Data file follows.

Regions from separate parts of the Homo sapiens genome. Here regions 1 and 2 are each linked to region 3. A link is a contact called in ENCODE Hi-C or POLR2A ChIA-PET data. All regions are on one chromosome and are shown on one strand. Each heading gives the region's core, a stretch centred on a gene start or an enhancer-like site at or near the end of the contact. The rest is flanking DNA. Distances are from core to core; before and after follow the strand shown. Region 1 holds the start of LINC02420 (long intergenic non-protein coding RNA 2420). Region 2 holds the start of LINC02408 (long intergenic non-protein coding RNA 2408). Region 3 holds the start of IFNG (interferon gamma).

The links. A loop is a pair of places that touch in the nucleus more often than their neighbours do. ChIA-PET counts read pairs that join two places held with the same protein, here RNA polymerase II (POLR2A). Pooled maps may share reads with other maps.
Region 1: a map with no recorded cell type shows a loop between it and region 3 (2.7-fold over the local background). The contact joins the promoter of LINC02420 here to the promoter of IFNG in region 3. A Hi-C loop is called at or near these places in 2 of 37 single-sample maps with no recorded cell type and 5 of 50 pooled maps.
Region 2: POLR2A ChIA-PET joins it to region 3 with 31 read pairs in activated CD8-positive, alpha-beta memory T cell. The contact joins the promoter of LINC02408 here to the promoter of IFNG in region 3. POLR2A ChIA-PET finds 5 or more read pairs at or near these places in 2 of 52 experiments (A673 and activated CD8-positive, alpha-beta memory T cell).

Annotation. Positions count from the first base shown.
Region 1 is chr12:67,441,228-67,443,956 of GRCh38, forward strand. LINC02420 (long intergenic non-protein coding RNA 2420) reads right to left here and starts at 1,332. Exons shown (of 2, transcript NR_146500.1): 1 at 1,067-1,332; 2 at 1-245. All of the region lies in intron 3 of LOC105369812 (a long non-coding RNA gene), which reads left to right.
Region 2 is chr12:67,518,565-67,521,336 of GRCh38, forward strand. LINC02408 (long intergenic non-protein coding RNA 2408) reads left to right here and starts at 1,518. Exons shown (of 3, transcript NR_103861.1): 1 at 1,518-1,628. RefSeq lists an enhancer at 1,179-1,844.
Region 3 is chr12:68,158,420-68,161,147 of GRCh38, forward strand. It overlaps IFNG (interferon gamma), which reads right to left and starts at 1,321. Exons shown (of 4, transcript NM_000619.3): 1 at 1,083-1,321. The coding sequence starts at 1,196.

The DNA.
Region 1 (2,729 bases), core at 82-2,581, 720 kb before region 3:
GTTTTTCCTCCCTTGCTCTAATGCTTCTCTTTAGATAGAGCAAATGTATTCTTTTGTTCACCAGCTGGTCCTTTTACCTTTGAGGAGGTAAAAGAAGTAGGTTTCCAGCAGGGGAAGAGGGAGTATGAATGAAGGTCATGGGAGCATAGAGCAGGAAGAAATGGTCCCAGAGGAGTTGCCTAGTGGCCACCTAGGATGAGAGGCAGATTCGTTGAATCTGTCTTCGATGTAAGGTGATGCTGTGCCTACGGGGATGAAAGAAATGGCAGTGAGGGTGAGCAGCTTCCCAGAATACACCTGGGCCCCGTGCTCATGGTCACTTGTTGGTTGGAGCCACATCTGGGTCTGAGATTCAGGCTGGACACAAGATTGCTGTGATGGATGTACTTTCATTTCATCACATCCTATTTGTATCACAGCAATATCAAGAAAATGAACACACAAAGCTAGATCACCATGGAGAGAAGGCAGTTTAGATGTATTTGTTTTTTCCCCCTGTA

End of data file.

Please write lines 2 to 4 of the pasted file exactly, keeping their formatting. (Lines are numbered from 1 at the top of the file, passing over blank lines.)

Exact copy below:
The links. A loop is a pair of places that touch in the nucleus more often than their neighbours do. ChIA-PET counts read pairs that join two places held with the same protein, here RNA polymerase II (POLR2A). Pooled maps may share reads with other maps.
Region 1: a map with no recorded cell type shows a loop between it and region 3 (2.7-fold over the local background). The contact joins the promoter of LINC02420 here to the promoter of IFNG in region 3. A Hi-C loop is called at or near these places in 2 of 37 single-sample maps with no recorded cell type and 5 of 50 pooled maps.
Region 2: POLR2A ChIA-PET joins it to region 3 with 31 read pairs in activated CD8-positive, alpha-beta memory T cell. The contact joins the promoter of LINC02408 here to the promoter of IFNG in region 3. POLR2A ChIA-PET finds 5 or more read pairs at or near these places in 2 of 52 experiments (A673 and activated CD8-positive, alpha-beta memory T cell).